The impurities detected in three batches of Moderna vaccines manufactured in Spain, specifically in the laboratories of the Rovi pharmaceutical company, and sent to Japan are stainless steel particles. They originated from “friction between two metal parts installed in the stopper module of the production line due to incorrect assembly.” This is clear from the statement that the Spanish company sent this Wednesday to the National Securities Market Commission (CMNV) to report on the investigation opened for the contamination of these vials, for which the Japanese authorities blocked 2.63 million doses in various prefectures of the country. The same statement ensures that “the rare presence of stainless steel particles in Moderna’s vaccine does not pose an undue risk to patient safety.”
The statement, signed jointly by Moderna (developer of the vaccine) and Takeda (distributor in Japan), sheds more light on a misstep that has caused concern in the country. The uproar began in mid-August, when 39 vials, apparently contaminated, were reported in a batch that had been distributed to eight vaccination centers in five prefectures (Aichi, Ibaraki, Gifu, Saitama and Tokyo). The Spanish Rovi plant, which produces Moderna vaccine for the European and Japanese markets, had manufactured such a batch. At the same time, the Government of Japan is investigating the causes of death of two men, aged 38 and 30, three days after receiving the second dose of Moderna produced by Rovi. All these circumstances led the health authorities to block the 2.63 million doses of these batches – at the peak of infections throughout the entire pandemic – and to open a parallel investigation.
This Monday, the Japanese Minister of Health said that the contamination could have taken place in Japan due to negligence when inserting the syringes into the rubber stoppers before proceeding with the injection. However, the statement from Moderna and Takeda points to the “most probable cause” of the mismatch in the production line at the Spanish plant. The companies acknowledge that the substance detected in the vials is grade 316 stainless steel. “This is consistent with the determination of the origin of the particles described above,” adds the text sent to the CNMV.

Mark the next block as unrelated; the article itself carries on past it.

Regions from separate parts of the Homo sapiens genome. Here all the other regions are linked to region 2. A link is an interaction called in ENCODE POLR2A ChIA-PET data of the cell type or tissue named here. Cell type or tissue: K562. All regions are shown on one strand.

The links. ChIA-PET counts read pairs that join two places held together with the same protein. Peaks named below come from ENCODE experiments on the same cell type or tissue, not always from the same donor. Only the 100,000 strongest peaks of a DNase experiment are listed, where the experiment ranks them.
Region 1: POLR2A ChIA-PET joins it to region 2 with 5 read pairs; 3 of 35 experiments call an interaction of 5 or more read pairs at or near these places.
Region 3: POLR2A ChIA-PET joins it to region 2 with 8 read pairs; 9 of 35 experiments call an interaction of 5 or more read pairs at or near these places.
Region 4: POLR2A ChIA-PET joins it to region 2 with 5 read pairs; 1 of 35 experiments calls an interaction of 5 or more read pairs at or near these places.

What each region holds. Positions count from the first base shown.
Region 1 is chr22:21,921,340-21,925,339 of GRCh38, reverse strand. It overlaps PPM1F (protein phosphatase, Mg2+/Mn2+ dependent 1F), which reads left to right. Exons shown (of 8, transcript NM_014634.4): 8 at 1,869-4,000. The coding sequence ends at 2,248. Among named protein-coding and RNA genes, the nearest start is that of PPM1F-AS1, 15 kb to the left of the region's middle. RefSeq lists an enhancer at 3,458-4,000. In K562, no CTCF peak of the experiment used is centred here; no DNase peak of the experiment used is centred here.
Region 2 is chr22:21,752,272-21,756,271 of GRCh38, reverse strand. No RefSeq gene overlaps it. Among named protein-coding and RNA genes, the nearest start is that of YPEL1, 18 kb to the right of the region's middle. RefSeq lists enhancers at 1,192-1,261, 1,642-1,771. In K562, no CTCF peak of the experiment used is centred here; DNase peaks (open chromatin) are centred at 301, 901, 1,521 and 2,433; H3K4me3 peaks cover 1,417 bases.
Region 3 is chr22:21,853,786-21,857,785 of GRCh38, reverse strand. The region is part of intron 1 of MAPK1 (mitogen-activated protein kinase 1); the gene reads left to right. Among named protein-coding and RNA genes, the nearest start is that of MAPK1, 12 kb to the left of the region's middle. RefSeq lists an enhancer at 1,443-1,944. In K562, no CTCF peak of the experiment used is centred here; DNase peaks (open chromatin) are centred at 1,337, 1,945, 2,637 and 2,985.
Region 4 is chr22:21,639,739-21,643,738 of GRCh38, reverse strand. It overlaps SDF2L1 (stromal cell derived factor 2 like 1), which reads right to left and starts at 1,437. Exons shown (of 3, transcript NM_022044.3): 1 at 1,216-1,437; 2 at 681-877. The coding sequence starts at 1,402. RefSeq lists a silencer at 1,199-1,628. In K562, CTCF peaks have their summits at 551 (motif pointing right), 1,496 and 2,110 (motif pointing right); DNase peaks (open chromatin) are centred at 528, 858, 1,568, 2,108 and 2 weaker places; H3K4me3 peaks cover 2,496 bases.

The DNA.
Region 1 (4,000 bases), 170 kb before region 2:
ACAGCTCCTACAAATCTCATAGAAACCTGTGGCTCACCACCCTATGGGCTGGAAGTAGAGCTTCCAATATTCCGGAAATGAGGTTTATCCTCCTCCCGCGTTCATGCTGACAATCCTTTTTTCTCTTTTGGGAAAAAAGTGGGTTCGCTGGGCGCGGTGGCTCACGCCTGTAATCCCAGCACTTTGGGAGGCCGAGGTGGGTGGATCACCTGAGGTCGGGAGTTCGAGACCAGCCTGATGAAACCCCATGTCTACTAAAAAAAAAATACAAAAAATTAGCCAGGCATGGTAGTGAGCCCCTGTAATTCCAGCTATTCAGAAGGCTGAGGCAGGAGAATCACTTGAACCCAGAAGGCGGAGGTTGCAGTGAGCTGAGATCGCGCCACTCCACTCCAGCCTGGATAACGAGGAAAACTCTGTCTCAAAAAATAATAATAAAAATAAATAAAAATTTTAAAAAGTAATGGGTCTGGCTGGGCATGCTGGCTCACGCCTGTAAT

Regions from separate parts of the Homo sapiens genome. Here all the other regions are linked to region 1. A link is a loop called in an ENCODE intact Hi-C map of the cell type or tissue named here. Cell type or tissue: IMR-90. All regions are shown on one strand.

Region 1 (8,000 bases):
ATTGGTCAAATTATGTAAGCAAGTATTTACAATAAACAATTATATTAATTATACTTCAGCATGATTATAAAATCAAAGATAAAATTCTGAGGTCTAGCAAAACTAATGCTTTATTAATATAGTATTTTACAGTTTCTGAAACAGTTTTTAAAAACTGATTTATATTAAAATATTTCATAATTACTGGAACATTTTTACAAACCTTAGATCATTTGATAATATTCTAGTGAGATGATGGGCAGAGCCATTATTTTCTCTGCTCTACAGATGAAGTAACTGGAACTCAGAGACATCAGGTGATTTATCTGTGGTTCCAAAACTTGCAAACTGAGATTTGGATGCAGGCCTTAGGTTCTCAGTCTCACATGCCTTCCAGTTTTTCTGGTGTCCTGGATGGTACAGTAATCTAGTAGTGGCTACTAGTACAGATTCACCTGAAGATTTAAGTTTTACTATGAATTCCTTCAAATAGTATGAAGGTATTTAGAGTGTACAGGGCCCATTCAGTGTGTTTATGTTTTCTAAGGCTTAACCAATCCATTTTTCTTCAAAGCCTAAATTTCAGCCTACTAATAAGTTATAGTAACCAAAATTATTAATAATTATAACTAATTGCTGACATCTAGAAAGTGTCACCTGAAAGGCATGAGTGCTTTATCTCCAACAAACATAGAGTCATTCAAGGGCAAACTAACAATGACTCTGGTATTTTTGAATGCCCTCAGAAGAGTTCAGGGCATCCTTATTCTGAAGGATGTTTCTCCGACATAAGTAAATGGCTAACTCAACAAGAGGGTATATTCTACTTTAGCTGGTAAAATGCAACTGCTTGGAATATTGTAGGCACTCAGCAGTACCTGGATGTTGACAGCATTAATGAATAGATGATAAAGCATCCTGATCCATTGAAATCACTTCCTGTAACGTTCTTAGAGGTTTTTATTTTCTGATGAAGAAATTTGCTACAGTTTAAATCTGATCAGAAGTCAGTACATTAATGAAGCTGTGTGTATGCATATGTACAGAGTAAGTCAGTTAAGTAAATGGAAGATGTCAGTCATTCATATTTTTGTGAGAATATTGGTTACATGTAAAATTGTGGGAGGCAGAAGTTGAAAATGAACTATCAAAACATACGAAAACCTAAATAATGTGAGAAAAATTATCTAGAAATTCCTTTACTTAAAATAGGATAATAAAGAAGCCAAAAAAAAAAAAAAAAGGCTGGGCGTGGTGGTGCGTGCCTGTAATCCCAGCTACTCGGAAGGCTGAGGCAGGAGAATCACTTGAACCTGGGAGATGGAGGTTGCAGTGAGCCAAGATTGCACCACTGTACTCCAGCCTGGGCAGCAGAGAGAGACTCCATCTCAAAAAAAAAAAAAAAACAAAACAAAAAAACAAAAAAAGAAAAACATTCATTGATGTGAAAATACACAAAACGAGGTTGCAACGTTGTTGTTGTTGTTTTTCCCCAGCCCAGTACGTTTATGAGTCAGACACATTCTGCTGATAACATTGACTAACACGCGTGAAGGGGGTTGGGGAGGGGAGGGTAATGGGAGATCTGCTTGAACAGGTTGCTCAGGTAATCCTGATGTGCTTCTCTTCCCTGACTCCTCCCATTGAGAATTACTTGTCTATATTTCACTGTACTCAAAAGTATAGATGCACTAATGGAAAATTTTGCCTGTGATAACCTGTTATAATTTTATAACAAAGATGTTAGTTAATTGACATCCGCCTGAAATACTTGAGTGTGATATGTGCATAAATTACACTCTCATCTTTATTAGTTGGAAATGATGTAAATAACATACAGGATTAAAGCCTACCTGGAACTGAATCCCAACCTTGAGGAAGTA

The statement from Moderna and Takeda insists on the message that the authorities and the companies involved have conveyed since the beginning of the investigation: there is no risk to health or to the integrity of the drug. “Metal particles of this size injected into a muscle can lead to a local reaction, but are unlikely to lead to other adverse reactions beyond the injection site. Stainless steel is commonly used in heart valves, joint prostheses, and metal sutures and staples. Therefore, it is not expected that the injection of the particles identified in these batches in Japan entails any greater medical risk ”, continues the text of the companies, which also rule out any type of relationship between the two deaths and the inoculation of the vaccine . However, the Japanese authorities have announced this Thursday that they will continue to investigate the possible reactions of these vaccines in patients who have received them.
“It is unlikely, in my opinion, that external substances could be the direct cause of the sudden deaths,” doctor Takahiro Kinoshita, deputy director of Cov-Navi, a Japanese vaccine information group, told Reuters. “If the contaminated substances were dangerous enough to cause death, many more people would have experienced severe symptoms after being vaccinated.”
To prevent episodes like this from being repeated, Rovi has communicated that it has taken the following measures: “Complete inspection of the production line; improvement of the standard operating procedure for the replacement of the production line; and establishment of alert limits in the results of the automatic visual inspection, as internal process control ”. For its part, Takeda has initiated the withdrawal of the lots that had been blocked by the Government of Japan.
Eddie is an Australian news reporter with over 9 years in the industry and has published on Forbes and tech crunch.